How to Make Lesson Plans for Adult Students

Easy and Effective Lesson Plan Design for Teaching Adults

Adult students learning in a classroom

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It's not difficult to design lesson plans for adult education. Every good course design begins with a needs assessment. Before you design a lesson plan, it's vital that you complete this assessment and you understand what your students need and what your objectives are for the course.

As with any gathering of people, it’s good to begin your class at the beginning and address who is there, why they’ve gathered, what they hope to accomplish, and how they’ll accomplish it. Follow these easy steps for designing adult lesson plans, and see how effective you can be.

Welcome and Introduction

Build in 30 to 60 minutes at the opening of your class to conduct introductions and review your objectives and agenda. Your beginning will look something like this:

  1. Greet participants as they arrive.
  2. Introduce yourself and ask participants to do the same, giving their name and sharing what they expect to learn from the class. This is a good time to include an icebreaker that loosens people up and makes them feel comfortable sharing.
  3. Try a fun classroom introduction for the first day of school.
  4. Write their expectations on a flip chart or whiteboard.
  5. State the objectives of the course, explaining why certain expectations on the list either will or won’t be met.
  6. Review the agenda.
  7. Review housekeeping items: where the restrooms are, when the scheduled breaks are, that people are responsible for themselves and should take a restroom break early if they need one. Remember, you’re teaching adults.

Module Design

Divide your material into 50-minute modules. Each module will contain a warmup, a short lecture or presentation, an activity, and a debriefing, followed by a break. At the top of each page in your teacher’s guide, note the time needed for each section and the corresponding page in the student’s workbook.


Warmups are short exercises—five minutes or shorter—that get people thinking about the topic you are about to cover. These brief activities can be a game or simply a question you pose. Self-assessments make good warmups. So do icebreakers. For example, if you’re teaching learning-styles, a learning-style assessment would be a perfect war up.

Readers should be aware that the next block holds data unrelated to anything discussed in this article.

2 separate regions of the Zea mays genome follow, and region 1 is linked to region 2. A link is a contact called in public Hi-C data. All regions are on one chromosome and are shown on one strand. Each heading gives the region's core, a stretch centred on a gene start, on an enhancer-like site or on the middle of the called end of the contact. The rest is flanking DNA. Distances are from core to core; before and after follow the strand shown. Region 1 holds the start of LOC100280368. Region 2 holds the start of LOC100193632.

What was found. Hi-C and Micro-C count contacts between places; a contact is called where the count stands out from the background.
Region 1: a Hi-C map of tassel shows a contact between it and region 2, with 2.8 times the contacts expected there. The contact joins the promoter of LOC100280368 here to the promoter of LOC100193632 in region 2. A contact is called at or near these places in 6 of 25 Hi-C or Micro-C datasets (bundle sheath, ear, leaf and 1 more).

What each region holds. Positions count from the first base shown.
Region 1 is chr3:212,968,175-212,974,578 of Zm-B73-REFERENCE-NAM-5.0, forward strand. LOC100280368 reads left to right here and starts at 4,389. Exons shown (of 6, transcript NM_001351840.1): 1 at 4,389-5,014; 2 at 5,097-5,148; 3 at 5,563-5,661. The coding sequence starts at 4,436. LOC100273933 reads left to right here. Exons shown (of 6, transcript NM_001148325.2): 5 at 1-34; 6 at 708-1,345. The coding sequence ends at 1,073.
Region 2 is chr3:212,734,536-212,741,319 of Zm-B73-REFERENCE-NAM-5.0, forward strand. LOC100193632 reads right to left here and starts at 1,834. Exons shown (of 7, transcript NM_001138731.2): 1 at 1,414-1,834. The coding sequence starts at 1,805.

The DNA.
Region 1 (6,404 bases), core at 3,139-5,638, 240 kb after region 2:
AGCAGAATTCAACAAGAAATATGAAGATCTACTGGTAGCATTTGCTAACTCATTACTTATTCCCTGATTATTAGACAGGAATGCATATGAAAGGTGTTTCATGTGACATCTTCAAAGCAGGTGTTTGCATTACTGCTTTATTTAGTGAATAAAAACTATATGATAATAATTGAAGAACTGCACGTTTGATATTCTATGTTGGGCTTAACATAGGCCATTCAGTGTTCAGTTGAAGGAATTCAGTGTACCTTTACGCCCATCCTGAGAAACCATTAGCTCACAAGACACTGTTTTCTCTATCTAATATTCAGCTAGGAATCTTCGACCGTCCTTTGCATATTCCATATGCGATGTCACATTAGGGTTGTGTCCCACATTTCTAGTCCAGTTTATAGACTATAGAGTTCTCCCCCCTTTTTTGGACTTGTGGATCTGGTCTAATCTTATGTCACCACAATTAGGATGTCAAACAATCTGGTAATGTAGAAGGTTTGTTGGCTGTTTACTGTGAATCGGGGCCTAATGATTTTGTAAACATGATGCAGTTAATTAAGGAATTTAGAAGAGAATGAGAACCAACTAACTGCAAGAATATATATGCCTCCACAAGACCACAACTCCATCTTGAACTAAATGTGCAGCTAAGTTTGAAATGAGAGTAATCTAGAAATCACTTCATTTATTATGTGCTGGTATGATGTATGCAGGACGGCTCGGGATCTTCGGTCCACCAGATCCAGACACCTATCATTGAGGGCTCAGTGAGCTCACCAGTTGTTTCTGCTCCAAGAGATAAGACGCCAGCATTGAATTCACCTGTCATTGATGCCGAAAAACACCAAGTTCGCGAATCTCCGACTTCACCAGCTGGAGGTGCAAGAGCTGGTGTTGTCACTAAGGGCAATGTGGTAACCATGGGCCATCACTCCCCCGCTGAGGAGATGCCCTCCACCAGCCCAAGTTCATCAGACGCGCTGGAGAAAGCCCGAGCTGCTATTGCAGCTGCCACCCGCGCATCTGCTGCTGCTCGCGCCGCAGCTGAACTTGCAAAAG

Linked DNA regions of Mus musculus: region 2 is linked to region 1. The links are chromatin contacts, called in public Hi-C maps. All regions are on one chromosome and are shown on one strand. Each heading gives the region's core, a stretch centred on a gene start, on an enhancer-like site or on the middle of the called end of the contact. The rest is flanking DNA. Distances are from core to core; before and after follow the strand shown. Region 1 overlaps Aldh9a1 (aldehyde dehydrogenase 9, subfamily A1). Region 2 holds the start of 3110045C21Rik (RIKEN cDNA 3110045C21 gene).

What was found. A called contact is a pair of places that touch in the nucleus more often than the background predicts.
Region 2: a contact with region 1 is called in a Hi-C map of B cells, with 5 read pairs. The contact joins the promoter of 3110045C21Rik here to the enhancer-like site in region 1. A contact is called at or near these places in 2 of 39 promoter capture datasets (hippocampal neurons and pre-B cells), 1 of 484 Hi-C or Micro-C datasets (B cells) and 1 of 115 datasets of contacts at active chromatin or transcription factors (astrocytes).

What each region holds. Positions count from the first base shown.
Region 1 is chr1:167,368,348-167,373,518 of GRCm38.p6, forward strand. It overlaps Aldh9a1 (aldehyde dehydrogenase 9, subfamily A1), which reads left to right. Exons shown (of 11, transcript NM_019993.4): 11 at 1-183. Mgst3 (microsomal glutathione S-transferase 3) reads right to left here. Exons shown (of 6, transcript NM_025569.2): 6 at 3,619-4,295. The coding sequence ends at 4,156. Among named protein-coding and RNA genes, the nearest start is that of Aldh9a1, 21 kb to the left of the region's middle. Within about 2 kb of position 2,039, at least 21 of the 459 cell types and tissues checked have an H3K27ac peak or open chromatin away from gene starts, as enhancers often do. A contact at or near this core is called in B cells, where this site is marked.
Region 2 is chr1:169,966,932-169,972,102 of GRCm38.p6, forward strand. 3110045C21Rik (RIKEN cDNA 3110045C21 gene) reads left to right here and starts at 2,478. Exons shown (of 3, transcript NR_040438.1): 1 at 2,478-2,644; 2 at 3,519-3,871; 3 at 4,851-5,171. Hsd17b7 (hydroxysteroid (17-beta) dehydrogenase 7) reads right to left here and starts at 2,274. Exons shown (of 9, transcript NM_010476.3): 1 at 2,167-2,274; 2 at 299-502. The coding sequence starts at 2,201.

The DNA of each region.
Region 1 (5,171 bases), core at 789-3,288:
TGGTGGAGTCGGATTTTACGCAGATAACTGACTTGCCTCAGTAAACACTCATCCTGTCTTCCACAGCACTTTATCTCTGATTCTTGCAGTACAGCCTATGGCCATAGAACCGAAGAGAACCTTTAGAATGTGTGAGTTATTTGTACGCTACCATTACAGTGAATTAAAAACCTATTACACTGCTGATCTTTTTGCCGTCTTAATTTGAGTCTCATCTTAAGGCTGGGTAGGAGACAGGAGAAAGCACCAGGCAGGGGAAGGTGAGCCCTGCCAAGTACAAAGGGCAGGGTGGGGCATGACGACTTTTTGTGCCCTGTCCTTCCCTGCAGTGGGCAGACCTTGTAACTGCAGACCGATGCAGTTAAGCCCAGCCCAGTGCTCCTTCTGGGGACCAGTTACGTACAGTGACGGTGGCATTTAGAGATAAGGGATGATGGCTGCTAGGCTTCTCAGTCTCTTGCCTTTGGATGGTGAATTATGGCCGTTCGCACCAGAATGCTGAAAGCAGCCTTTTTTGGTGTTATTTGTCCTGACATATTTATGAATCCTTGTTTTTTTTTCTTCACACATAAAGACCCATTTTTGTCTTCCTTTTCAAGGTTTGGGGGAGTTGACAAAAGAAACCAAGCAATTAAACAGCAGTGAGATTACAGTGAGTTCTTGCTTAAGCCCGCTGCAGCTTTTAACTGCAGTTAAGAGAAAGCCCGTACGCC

Keep your lecture to 20 minutes or less if possible. Present your information in full, but remember that adults generally stop retaining information after about 20 minutes. They will listen with understanding for 90 minutes, but with retention for only 20.

If you’re preparing a participant/student workbook, include a copy of the primary learning points of your lecture and any slides you’re planning to use. It’s good for students to take notes, but if they have to furiously write everything, down, you’re going to lose them.


Design an activity that gives your students an opportunity to practice what they just learned. Activities that involve breaking into small groups to complete a task or to discuss an issue are good ways to keep adults engaged and moving. This is also a perfect opportunity for them to share the life experience and wisdom they bring to the classroom. Include opportunities to take advantage of this wealth of relevant information.

Activities can be personal assessments or reflections that are worked on quietly and independently. Alternatively, they can be games, role play, or small-group discussions. Choose your activity based on what you know about your students and on the content of your class. If you are teaching a hands-on skill, hands-on practice is a great option. If you are teaching a writing skill, a quiet writing activity may be the best choice. 


After an activity, it’s important to bring the group back together and have a general discussion about what students learned during the activity. Ask for volunteers to share their reactions. Ask for questions. This is your chance to ensure the material was understood. Allow five minutes for this activity. It doesn’t take long unless you discover that learning hasn’t happened.

Take a 10-Minute Break

Get adult students up and moving every hour. This takes a bite out of your available time, but it will be well worth it because your students will be far more attentive when the class is in session, and you’ll have fewer interruptions from people who have to excuse themselves.

Tip: Manage Class Time Wisely

While breaks are important, it’s crucial that you manage them well and begin again precisely on time, regardless of stragglers, or chatter will get carried away. Students will learn quickly that class begins when you said it will, and you’ll gain the respect of the entire group.


End your courses with a short evaluation to determine whether your students found the learning valuable. The emphasis is on "brief" here. If your evaluation is too long, students won't take the time to complete it. Ask a few important questions:

  1. Were your expectations of this course met?
  2. What would you have liked to learn that you didn't?
  3. What was the most helpful thing you learned?
  4. Would you recommend this class to a friend?
  5. Please share comments about any aspect of the day.

This is just an example. Choose questions that are relevant to your topic. You are looking for answers that will help you improve your course in the future.

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Your Citation
Peterson, Deb. "How to Make Lesson Plans for Adult Students." ThoughtCo, Aug. 28, 2020, Peterson, Deb. (2020, August 28). How to Make Lesson Plans for Adult Students. Retrieved from Peterson, Deb. "How to Make Lesson Plans for Adult Students." ThoughtCo. (accessed April 2, 2023).